– Dundee Courier, Friday 16th June, 1905, p.6. 






   A SHOCKING railway accident occurred at Murthly Station this morning. As the 6 a.m. train from Inverness was approaching the platform at Murthly a young farmer named Robert Keill of Fairville, near Murthly, attempted to cross the line from one platform to another, but was caught by the engine and dragged for several yards. When the train was brought to a standstill it was found that the unfortunate young man had lost one of his arms, it having practically been torn off from the shoulder. He was lifted into the guard’s van of the train and conveyed to Perth. From the Perth Station he was removed on the ambulance barrow to the Infirmary. Although the unfortunate young man had received serious injuries, especially about the back, in addition to the loss of his arm, he never for a moment lost consciousness. 

– Perthshire Advertiser, Friday 16th June, 1905, p.3.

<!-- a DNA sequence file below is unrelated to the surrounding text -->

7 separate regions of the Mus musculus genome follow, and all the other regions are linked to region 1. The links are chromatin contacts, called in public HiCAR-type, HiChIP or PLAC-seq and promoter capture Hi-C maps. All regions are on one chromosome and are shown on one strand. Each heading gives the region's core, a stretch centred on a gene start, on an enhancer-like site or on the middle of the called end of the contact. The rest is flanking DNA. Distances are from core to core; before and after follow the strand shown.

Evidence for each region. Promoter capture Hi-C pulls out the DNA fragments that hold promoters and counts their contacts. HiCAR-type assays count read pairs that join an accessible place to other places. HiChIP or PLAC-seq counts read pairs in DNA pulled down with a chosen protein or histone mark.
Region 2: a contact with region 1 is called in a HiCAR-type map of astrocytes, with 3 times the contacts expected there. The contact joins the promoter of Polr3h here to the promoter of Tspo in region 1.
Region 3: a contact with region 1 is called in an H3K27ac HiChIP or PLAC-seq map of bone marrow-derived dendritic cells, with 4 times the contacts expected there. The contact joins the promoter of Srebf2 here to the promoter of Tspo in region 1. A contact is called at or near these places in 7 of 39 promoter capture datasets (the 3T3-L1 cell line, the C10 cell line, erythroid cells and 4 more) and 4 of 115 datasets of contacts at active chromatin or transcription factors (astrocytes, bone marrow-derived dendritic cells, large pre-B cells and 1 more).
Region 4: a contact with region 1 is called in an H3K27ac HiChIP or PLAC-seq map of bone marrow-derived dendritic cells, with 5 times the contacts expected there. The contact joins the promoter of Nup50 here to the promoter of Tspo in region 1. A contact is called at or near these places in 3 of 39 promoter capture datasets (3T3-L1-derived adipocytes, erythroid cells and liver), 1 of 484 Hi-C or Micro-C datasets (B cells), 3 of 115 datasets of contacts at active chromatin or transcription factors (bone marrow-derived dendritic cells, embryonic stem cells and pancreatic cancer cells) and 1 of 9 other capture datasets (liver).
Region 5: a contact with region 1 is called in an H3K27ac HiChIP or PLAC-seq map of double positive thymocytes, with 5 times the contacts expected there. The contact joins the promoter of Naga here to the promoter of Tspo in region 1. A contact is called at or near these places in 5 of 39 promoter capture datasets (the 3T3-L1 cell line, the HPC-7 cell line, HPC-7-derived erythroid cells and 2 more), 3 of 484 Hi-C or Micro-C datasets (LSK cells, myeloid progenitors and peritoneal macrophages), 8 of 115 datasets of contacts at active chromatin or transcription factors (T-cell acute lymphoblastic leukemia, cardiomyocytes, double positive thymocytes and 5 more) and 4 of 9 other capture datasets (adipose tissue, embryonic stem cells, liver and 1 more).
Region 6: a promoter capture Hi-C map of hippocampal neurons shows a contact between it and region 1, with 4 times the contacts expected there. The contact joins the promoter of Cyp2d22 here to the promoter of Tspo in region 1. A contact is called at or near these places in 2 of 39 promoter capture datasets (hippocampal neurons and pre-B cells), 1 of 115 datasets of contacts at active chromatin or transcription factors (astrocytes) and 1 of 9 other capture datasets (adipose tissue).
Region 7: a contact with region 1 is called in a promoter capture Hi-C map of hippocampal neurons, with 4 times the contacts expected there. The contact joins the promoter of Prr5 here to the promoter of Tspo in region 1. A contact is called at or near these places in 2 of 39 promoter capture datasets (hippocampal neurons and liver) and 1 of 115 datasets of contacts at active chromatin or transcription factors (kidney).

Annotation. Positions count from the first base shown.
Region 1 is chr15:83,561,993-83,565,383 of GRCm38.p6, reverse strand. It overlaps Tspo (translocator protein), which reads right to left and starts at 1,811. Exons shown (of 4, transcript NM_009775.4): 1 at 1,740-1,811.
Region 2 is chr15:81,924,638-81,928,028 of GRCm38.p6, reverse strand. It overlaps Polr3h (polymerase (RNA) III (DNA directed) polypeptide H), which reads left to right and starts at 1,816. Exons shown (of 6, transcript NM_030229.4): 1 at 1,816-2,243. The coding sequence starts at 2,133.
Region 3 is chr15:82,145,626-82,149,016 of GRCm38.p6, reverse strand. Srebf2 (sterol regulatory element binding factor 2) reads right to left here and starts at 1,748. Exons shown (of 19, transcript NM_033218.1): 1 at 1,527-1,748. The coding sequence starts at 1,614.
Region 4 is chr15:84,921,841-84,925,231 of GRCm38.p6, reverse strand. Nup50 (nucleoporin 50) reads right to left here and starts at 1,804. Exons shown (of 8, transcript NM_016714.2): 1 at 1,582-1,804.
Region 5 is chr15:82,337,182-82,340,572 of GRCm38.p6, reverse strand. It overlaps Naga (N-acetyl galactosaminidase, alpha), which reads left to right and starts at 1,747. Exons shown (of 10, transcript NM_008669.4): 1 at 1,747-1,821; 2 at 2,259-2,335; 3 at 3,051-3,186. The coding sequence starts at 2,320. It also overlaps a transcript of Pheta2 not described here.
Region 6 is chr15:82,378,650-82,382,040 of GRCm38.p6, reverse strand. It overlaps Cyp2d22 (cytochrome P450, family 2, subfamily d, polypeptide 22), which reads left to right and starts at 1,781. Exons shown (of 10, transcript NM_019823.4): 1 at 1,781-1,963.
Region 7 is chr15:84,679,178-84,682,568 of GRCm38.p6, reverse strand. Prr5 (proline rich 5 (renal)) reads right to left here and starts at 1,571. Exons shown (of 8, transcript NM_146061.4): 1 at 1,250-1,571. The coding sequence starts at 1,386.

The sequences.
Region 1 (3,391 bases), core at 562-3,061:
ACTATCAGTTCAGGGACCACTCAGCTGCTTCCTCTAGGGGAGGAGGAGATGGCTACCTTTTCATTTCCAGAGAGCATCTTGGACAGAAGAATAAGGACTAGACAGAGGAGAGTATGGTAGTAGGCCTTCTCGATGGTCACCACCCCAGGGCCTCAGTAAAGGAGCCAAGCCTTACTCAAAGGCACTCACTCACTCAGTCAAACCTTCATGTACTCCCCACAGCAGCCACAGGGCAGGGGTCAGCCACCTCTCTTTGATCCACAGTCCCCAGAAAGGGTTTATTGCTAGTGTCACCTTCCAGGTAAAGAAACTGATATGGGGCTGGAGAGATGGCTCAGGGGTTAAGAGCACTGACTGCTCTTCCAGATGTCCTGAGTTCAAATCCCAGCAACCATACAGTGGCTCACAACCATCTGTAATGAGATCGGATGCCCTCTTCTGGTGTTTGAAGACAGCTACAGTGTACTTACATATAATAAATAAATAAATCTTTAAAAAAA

Murthly Victim Succumbs. 

   The accident which occurred at the Murthly Railway Station yesterday has proved fatal, the victim, Robert Keill, a farmer at Farehill, near Murthly, dying in the Infirmary this morning about 4.30. 

   The deceased was endeavouring to cross the line in front of a train, when he was caught by the engine and dragged for several yards, sustaining shocking injuries. 

– Dundee Evening Telegraph, Saturday 17th June, 1905, p.3. 

   TWO fatal accidents occurred in Edinburgh on Monday. A railway porter named William Millar, who resides at 3 Caledonian Place, was knocked down by an engine at the Caledonian Station. He died shortly afterwards… 

   On Saturday evening the body of an elderly man, which has not yet been identified, was discovered on the goods line behind the N. B. passenger station at Montrose. The head was practically severed from the body. 

– Strathearn Herald, Saturday 17th June, 1905, p.2.